Fibroids are benign tumours, which grow from the smooth muscle in the wall of the uterus. They are not cancers. In very rare cases, a rapidly growing fibroid may become cancerous. This happens to one in a thousand pre-menopausal women, although the risk rises to one in a hundred for women diagnosed with rapidly growing fibroids after menopause.

Fibroids are very common. Some studies suggest that 30-50 percent of women actually have fibroids although most do not cause symptoms. Fibroids that remain small may never require treatment. Fibroids can cause heavy or irregular bleeding, pelvic pain or pressure related symptoms. Infertility and recurrent miscarriage can be associated with fibroids that significantly distort the shape and size of the uterus.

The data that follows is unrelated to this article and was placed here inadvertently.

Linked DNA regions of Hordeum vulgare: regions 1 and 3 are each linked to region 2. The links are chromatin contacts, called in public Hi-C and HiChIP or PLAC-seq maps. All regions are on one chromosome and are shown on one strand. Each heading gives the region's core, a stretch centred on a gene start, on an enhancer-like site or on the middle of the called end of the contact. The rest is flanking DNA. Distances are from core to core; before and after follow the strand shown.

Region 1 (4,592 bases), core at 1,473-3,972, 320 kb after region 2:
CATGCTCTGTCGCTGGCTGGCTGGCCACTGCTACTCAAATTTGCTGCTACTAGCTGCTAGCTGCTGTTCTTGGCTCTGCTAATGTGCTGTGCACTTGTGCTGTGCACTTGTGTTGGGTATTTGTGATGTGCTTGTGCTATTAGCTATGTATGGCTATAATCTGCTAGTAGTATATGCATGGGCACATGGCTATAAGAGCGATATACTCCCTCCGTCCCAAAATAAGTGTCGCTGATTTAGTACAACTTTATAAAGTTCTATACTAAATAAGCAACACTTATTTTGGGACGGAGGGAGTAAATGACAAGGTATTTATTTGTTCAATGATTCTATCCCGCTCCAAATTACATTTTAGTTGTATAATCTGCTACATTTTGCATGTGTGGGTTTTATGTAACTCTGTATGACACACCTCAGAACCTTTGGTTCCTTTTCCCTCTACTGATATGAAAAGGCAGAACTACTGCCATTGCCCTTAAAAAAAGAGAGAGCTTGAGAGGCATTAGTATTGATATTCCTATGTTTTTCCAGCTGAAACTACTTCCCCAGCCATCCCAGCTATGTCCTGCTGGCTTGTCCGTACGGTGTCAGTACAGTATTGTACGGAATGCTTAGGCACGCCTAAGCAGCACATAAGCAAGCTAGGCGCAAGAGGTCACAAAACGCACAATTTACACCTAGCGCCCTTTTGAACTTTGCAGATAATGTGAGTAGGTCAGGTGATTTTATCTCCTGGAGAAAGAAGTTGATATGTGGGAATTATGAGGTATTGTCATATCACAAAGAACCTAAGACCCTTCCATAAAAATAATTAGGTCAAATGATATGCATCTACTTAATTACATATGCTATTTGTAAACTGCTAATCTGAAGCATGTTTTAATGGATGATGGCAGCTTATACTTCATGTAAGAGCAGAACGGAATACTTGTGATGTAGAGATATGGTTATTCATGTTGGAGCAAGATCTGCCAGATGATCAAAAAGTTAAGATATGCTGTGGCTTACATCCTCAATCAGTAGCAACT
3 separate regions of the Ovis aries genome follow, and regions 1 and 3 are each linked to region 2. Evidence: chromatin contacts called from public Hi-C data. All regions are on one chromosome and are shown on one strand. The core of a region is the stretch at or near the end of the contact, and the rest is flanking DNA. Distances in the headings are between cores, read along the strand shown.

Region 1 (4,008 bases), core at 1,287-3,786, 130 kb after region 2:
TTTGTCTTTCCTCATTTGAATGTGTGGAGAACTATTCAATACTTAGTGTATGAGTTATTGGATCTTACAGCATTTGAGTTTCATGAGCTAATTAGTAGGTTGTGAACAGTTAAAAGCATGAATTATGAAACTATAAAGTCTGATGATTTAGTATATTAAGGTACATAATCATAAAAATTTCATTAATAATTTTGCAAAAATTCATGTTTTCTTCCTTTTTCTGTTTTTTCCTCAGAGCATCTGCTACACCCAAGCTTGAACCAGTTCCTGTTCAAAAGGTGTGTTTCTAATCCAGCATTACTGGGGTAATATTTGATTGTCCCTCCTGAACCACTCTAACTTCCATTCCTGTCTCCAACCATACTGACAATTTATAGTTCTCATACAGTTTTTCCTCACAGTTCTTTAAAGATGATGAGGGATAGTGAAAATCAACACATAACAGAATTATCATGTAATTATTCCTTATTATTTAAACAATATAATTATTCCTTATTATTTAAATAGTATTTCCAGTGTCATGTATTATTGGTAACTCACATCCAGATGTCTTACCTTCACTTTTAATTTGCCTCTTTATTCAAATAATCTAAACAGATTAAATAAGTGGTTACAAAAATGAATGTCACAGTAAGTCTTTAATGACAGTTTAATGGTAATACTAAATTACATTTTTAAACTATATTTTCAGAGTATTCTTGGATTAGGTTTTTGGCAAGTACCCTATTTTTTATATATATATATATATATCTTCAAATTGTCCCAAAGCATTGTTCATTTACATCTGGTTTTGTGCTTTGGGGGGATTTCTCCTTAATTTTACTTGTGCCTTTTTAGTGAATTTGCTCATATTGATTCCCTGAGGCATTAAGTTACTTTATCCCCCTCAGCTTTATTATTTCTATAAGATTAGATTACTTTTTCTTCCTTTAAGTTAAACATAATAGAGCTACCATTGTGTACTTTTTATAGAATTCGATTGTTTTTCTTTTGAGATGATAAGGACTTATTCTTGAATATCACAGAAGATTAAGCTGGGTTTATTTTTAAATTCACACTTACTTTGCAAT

Since the female hormone oestrogen appears to encourage their growth, fibroids usually shrink at menopause and rarely cause problems after this time.

We do not understand why fibroids occur. Women whose close female relatives have fibroids are more likely to develop symptoms, suggesting that the cause is partly genetic.

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